It’s really not.
Harrassed by respected and admired friends, I went to see Mad Max at the theatre. “It’s a thoughtful work of SF” they said. So too did the myriad of reviewers showering praise on the film. To be clear, this movie deserves praise, and plenty of it. Miller has updated his dystopian world with care and precision (for the most part). This is a world that feels lived-in. It has it’s own politics and culture and machinations (literal and figurative). I cannot easily state how much I admire that level of speculation and extrapolation. Even beyond that, however, Fury Road is simply a stunningly well-executed action film that does a rare and remarkable job of mixing spectacle with character and consequence. On the character side, much credit has to go to the performance of Charlize Theron, on whom most of the emotional weight of the film seems to rest. Miller employs the Peter Jackson-ian strategy of simply focusing on his best performer for a reaction shot to create gravitas for the film’s actions, and Theron delivers so consistently that the filmmakers behind Aeon Flux and Prometheus ought to shake their collective heads at the opportunity they wasted. So, in short, high praise for Fury Road.
No, however, it is not a thoughtful work of Science Fiction. We live in an era where SF concepts such as transhumanism have made huge gains into the realm of cinema. Ghost in the Shell, Her, and the recent Ex Machina are all testament to this. Audiences are willing to take their SF as more than Space Opera (though movies are still doing very well with that, such as Marvel’s Guardians of the Galaxy). People don’t seem to mind SF that makes you think too hard anymore. Fury Road is not one such film, though…and there’s nothing wrong with that.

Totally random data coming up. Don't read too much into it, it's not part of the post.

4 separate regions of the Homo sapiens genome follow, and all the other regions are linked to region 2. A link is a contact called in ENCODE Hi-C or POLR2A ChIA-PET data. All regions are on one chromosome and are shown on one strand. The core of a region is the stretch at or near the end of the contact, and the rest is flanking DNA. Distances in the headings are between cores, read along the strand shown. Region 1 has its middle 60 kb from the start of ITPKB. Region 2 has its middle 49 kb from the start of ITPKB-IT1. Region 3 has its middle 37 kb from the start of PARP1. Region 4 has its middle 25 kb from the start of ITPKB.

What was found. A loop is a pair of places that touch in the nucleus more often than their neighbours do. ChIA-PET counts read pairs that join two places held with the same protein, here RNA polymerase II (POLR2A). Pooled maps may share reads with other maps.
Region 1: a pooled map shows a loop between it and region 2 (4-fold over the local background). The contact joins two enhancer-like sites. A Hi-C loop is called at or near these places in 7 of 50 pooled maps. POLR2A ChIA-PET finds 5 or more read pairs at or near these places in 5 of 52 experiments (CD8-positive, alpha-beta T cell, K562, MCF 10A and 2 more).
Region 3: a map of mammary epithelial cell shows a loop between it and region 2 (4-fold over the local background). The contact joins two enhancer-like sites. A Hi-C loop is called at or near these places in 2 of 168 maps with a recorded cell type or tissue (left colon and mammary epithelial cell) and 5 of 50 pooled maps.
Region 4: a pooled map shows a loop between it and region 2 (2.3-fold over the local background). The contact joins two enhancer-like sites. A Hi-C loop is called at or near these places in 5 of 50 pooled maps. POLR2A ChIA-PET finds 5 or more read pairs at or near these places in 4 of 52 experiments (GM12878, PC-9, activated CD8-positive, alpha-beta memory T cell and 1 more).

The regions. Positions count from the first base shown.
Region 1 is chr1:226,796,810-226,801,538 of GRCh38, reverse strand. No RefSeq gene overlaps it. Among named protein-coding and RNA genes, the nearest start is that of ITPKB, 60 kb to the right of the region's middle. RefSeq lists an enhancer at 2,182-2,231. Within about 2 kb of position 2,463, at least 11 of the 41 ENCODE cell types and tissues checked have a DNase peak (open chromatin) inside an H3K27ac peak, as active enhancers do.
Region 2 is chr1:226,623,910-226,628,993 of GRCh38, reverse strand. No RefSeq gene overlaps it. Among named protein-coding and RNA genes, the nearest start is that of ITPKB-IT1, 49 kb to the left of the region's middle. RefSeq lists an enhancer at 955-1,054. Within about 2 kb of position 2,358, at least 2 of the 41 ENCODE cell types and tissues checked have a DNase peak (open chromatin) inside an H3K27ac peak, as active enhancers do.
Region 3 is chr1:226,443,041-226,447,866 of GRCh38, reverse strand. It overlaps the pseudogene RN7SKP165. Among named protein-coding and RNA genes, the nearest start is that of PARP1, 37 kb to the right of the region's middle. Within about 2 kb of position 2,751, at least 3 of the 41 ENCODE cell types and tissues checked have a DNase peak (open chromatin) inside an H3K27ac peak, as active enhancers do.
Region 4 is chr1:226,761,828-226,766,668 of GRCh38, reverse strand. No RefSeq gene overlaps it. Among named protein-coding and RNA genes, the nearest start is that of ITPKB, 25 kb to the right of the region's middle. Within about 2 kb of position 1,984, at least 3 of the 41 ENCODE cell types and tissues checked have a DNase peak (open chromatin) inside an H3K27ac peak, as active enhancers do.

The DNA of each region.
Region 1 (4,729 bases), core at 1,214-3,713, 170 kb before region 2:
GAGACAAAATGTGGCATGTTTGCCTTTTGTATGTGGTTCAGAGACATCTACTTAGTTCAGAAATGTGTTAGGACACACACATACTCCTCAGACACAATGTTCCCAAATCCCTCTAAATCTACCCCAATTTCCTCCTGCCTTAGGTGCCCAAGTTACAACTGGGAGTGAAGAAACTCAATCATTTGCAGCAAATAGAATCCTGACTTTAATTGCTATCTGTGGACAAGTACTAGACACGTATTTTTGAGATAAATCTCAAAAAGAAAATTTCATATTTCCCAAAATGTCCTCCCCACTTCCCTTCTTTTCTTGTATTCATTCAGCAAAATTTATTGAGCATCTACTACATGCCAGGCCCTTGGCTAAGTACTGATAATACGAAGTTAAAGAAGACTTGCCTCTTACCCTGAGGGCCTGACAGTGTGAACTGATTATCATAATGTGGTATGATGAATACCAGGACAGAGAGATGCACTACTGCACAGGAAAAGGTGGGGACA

Thoughtful implies things to think about. What are the main messages at play in Fury Road? I would argue:
1) Home is nice.
2) Faux Prophet Warlords are bad.
3) Survival is important and desperate times call for desperate measures.
I knew all those things beforehand. I don’t really need to think about them in any great depth. And yes, there’s a strong feminist subtext with a great female protagonist, but that is also kind of obvious to me. I don’t really want to applaud them too hard for discovering that women can be badass action heroes. Of course they can.
The growth of SF depends upon a sort of genre fragmentation – a different SF subgenre for everyone, whether they want to contemplate the meaning of existence, or watch a clown-leper drive a hot rod through a desert to reclaim his harem. Again, that’s fine. Fury Road is a great film, but it’s not a “thoughtful” film, as so many are claiming. It doesn’t raise the bar in that regard because it doesn’t have to. The bar was set a half century ago by Stanley Kubrick, and, despite many valliant efforts, nobody has touched it since. The bar for Fury Road is that of truly great action film, and, in that regard, it truly earns its praise.